Frodo: What are we holding onto, Sam?
Sam: That there's some good in this world, Mr. Frodo... and it's worth fighting for.
Sam: [about the ring on the slopes of Mount Doom] Then let us be rid of it... once and for all... Come on, Mr. Frodo. I can't carry it for you... but I can carry you! Come on!
Eowyn: The city has fallen silent. There is no warmth left in the sun.
Faramir: [approaching her] It is only the damp of the first spring rain. [Eowyn looks up at him]
Faramir: I do not believe this darkness will endure.
Aragorn: Hold your ground, hold your ground! Sons of Gondor, of Rohan, my brothers! I see in your eyes the same fear that would take the heart of me. A day may come when the courage of men fails, when we forsake our friends and break all bonds of fellowship, but it is not this day. An hour of woes and shattered shields, when the age of men comes crashing down! But it is not this day! This day we fight! By all that you hold dear on this good Earth, I bid you *stand, Men of the West!*
Aragorn: [to the four small hobbits as they bow to the newly crowned king] My friends, you bow to no one. [The whole kingdom, including the king, bow to the hobbits that saved Middle Earth.]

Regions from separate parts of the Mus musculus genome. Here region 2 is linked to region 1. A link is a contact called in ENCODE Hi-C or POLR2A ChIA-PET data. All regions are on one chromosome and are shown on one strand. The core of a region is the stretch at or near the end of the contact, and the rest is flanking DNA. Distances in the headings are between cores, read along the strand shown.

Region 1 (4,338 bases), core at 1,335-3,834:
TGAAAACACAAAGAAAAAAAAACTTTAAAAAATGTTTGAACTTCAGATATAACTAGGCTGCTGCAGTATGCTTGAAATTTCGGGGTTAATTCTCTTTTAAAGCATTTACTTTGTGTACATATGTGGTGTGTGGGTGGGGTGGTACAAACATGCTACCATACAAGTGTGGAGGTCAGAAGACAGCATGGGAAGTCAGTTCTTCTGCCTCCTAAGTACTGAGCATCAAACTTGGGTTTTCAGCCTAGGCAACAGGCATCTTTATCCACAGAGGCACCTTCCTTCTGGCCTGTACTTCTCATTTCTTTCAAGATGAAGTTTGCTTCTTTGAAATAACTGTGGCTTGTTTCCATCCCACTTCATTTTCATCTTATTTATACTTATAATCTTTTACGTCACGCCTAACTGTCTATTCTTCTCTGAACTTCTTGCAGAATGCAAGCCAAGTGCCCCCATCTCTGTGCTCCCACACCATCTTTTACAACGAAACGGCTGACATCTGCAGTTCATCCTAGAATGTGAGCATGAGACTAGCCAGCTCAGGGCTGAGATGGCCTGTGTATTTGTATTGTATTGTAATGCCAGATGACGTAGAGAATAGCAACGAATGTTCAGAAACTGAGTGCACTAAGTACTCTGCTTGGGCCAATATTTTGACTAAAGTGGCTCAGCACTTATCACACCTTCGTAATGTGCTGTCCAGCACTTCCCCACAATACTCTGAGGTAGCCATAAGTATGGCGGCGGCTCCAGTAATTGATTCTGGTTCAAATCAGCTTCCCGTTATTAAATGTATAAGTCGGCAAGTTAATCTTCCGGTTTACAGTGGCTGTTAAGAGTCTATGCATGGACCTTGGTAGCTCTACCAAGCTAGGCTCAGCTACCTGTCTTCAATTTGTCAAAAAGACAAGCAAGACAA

Frodo: [voiceover] And thus it was. A fourth age of middle-earth began. And the fellowship of the ring... though eternally bound by friendship and love... was ended. Thirteen months to the day since Gandalf sent us on our long journey... we found ourselves looking upon a familiar sight. We were home. How do you pick up the threads of an old life? How do you go on... when in your heart you begin to understand... there is no going back? There are somethings that time cannot mend... some hurts that go too deep... that have taken hold. Bilbo once told me his part in this tale would end... that each of us must come and go in the telling. Bilbo's story was now over. There would be no more journeys for him... save one. My dear Sam, you cannot always be torn in two. You will have to be one and whole for many years. You have so much to enjoy and to be and to do. Your part in the story will go on.
Monday, December 03, 2007
They worked!!! Today the ear is no longer red and swollen, and the junk from the mites is finally coming out. He's still itching them, but not shaking his head as bad, and he started acting more like himself. Here's what I used:
First an earwash of green tea. I used the kind with some chamomile in it. I brewed it a little strong, and just squirted it in the ear with a syringe and then cleaned the ear out with cotton balls and q-tips (but very carefully with the q-tips so I didn't push anything further in or stick them in far enough to damage inner ear parts).
I followed that by rubbing fresh aloe in the ear, with a cotton swab as far down as I dared go, and all around the outer ear with my fingers. After this, I left him alone a while so he could shake all the wash out.
Later I mixed Purell hand sanitizer with aloe and Vitamin E oil (squeezed from capsules) at about a 2:8 ratio. I mixed it then squirted it in the ear with a syringe and rubbed some all around the outer ear.